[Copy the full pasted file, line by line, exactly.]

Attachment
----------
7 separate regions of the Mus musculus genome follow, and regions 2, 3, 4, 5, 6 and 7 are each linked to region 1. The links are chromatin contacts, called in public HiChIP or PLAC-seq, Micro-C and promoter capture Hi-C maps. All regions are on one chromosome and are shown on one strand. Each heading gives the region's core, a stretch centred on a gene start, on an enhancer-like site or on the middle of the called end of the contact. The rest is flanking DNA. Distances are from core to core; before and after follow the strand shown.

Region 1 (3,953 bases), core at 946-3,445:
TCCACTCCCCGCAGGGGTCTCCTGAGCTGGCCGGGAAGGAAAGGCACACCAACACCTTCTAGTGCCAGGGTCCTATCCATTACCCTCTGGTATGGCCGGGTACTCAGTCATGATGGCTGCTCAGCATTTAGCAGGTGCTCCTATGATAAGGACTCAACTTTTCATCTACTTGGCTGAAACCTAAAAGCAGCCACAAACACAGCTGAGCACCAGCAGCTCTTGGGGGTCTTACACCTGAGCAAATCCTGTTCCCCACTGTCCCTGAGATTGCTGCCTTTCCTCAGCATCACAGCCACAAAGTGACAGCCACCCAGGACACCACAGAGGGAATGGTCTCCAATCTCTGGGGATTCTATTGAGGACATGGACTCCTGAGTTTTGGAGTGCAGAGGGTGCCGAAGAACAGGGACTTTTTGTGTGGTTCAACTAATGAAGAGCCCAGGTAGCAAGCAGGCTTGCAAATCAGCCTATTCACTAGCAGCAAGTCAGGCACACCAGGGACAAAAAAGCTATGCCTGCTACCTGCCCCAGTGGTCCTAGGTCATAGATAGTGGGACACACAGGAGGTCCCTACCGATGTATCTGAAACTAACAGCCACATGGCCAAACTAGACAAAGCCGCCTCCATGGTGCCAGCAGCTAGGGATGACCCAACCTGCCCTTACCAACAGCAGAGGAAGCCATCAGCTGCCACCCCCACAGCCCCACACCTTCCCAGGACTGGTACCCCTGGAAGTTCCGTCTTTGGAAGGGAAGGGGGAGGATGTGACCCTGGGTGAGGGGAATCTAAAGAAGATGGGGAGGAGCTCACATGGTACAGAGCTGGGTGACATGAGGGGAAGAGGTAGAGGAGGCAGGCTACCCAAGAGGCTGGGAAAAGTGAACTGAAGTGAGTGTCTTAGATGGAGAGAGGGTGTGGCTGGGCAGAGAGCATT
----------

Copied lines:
7 separate regions of the Mus musculus genome follow, and regions 2, 3, 4, 5, 6 and 7 are each linked to region 1. The links are chromatin contacts, called in public HiChIP or PLAC-seq, Micro-C and promoter capture Hi-C maps. All regions are on one chromosome and are shown on one strand. Each heading gives the region's core, a stretch centred on a gene start, on an enhancer-like site or on the middle of the called end of the contact. The rest is flanking DNA. Distances are from core to core; before and after follow the strand shown.

Region 1 (3,953 bases), core at 946-3,445:
TCCACTCCCCGCAGGGGTCTCCTGAGCTGGCCGGGAAGGAAAGGCACACCAACACCTTCTAGTGCCAGGGTCCTATCCATTACCCTCTGGTATGGCCGGGTACTCAGTCATGATGGCTGCTCAGCATTTAGCAGGTGCTCCTATGATAAGGACTCAACTTTTCATCTACTTGGCTGAAACCTAAAAGCAGCCACAAACACAGCTGAGCACCAGCAGCTCTTGGGGGTCTTACACCTGAGCAAATCCTGTTCCCCACTGTCCCTGAGATTGCTGCCTTTCCTCAGCATCACAGCCACAAAGTGACAGCCACCCAGGACACCACAGAGGGAATGGTCTCCAATCTCTGGGGATTCTATTGAGGACATGGACTCCTGAGTTTTGGAGTGCAGAGGGTGCCGAAGAACAGGGACTTTTTGTGTGGTTCAACTAATGAAGAGCCCAGGTAGCAAGCAGGCTTGCAAATCAGCCTATTCACTAGCAGCAAGTCAGGCACACCAGGGACAAAAAAGCTATGCCTGCTACCTGCCCCAGTGGTCCTAGGTCATAGATAGTGGGACACACAGGAGGTCCCTACCGATGTATCTGAAACTAACAGCCACATGGCCAAACTAGACAAAGCCGCCTCCATGGTGCCAGCAGCTAGGGATGACCCAACCTGCCCTTACCAACAGCAGAGGAAGCCATCAGCTGCCACCCCCACAGCCCCACACCTTCCCAGGACTGGTACCCCTGGAAGTTCCGTCTTTGGAAGGGAAGGGGGAGGATGTGACCCTGGGTGAGGGGAATCTAAAGAAGATGGGGAGGAGCTCACATGGTACAGAGCTGGGTGACATGAGGGGAAGAGGTAGAGGAGGCAGGCTACCCAAGAGGCTGGGAAAAGTGAACTGAAGTGAGTGTCTTAGATGGAGAGAGGGTGTGGCTGGGCAGAGAGCATT